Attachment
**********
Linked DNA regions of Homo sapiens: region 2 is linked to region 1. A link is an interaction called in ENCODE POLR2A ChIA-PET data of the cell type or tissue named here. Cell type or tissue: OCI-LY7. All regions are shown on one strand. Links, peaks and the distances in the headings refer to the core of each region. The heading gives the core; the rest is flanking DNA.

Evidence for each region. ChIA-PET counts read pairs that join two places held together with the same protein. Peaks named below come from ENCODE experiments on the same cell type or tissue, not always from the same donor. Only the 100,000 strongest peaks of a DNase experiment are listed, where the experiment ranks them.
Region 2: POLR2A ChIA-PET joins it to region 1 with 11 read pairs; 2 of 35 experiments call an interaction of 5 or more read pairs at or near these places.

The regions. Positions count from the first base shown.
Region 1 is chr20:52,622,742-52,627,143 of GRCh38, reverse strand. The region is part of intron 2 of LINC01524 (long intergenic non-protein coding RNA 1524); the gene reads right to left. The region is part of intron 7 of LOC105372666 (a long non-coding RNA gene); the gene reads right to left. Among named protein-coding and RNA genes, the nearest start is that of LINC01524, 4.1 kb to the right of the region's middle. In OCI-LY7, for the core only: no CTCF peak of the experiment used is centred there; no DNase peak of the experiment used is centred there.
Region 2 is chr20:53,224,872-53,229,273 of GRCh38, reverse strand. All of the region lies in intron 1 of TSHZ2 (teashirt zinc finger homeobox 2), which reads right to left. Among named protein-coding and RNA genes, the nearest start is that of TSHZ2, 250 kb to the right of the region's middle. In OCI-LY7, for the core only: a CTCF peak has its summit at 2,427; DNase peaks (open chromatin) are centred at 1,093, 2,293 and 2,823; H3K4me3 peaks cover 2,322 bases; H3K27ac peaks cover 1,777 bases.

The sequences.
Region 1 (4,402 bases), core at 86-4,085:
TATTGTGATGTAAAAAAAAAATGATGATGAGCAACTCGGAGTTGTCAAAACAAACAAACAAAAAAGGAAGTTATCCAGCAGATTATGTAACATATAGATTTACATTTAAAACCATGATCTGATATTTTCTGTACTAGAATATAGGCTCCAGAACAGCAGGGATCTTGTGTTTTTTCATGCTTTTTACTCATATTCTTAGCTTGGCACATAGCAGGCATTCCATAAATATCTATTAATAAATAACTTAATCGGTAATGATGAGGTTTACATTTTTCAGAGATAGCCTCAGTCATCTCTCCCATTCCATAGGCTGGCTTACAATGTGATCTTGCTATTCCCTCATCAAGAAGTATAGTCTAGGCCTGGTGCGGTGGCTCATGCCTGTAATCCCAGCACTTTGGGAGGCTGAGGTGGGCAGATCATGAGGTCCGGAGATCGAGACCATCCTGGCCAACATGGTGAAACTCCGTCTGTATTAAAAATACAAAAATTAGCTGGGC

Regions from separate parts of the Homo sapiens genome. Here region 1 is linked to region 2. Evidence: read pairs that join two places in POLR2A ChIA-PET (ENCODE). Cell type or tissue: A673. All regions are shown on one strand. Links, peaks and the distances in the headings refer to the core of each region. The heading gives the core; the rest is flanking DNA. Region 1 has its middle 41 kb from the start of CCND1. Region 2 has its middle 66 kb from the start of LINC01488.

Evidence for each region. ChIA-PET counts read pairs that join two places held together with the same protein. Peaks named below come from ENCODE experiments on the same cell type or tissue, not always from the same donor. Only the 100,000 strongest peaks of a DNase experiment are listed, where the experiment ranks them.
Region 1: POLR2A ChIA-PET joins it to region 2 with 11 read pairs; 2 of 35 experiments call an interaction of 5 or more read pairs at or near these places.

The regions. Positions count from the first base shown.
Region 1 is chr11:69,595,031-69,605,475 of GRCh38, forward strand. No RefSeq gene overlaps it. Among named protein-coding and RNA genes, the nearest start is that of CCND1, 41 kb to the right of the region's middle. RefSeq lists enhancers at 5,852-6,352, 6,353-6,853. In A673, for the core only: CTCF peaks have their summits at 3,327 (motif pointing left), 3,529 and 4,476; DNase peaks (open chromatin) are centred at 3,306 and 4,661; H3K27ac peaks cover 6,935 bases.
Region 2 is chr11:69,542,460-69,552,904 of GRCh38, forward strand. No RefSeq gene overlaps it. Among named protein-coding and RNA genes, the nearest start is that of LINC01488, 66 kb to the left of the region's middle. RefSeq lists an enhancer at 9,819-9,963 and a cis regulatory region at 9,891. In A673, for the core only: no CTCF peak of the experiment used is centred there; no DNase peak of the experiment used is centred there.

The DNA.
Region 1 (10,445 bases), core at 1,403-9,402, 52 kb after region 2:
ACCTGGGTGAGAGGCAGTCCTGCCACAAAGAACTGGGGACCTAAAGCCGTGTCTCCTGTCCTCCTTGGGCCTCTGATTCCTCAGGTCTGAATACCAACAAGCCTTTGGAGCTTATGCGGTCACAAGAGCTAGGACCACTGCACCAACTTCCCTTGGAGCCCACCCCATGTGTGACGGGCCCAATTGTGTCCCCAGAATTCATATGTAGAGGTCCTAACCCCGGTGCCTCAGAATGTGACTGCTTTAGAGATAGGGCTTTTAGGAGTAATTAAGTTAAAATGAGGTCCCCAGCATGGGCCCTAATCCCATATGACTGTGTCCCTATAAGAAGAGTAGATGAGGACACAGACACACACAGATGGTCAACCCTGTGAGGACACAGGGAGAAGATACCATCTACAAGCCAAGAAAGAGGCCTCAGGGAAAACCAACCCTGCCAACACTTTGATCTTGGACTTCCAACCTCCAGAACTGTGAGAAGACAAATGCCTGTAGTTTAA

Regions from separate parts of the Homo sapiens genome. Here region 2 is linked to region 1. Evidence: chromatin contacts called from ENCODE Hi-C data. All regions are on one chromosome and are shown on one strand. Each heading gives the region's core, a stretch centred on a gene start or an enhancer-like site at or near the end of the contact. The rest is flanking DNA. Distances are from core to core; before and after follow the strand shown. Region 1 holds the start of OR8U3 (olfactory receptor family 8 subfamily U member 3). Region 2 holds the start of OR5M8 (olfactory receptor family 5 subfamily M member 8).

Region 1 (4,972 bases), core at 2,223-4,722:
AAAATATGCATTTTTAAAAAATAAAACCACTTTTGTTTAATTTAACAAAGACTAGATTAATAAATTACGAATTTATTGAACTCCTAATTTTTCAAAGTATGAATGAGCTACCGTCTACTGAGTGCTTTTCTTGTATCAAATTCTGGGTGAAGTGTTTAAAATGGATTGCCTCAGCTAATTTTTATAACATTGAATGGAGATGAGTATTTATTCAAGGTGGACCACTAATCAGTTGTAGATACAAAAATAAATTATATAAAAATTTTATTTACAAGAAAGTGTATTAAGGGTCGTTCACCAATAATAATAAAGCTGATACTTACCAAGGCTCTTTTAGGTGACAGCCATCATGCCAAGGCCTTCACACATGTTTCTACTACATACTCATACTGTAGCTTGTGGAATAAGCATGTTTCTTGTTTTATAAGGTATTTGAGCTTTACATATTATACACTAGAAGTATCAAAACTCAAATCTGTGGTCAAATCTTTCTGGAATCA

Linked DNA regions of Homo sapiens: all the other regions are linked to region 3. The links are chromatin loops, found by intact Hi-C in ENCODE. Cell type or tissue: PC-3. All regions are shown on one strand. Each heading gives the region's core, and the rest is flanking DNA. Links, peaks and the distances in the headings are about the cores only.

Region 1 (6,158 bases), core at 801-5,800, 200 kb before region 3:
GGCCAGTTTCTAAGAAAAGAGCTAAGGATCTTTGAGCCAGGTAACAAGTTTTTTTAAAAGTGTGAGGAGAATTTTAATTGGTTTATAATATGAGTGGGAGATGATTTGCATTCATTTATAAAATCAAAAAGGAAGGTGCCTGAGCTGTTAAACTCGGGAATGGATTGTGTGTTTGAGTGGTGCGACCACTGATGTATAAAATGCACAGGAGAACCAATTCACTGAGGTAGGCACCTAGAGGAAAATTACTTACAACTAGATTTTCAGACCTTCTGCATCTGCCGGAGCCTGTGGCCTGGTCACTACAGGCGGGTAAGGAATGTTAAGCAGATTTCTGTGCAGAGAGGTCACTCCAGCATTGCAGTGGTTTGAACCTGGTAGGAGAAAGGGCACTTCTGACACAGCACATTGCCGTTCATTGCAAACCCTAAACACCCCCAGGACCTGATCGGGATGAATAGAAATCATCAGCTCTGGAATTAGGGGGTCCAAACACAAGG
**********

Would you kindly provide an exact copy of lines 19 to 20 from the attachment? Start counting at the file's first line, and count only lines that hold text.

Regions from separate parts of the Homo sapiens genome. Here region 2 is linked to region 1. Evidence: chromatin contacts called from ENCODE Hi-C data. All regions are on one chromosome and are shown on one strand. Each heading gives the region's core, a stretch centred on a gene start or an enhancer-like site at or near the end of the contact. The rest is flanking DNA. Distances are from core to core; before and after follow the strand shown. Region 1 holds the start of OR8U3 (olfactory receptor family 8 subfamily U member 3). Region 2 holds the start of OR5M8 (olfactory receptor family 5 subfamily M member 8).

Region 1 (4,972 bases), core at 2,223-4,722: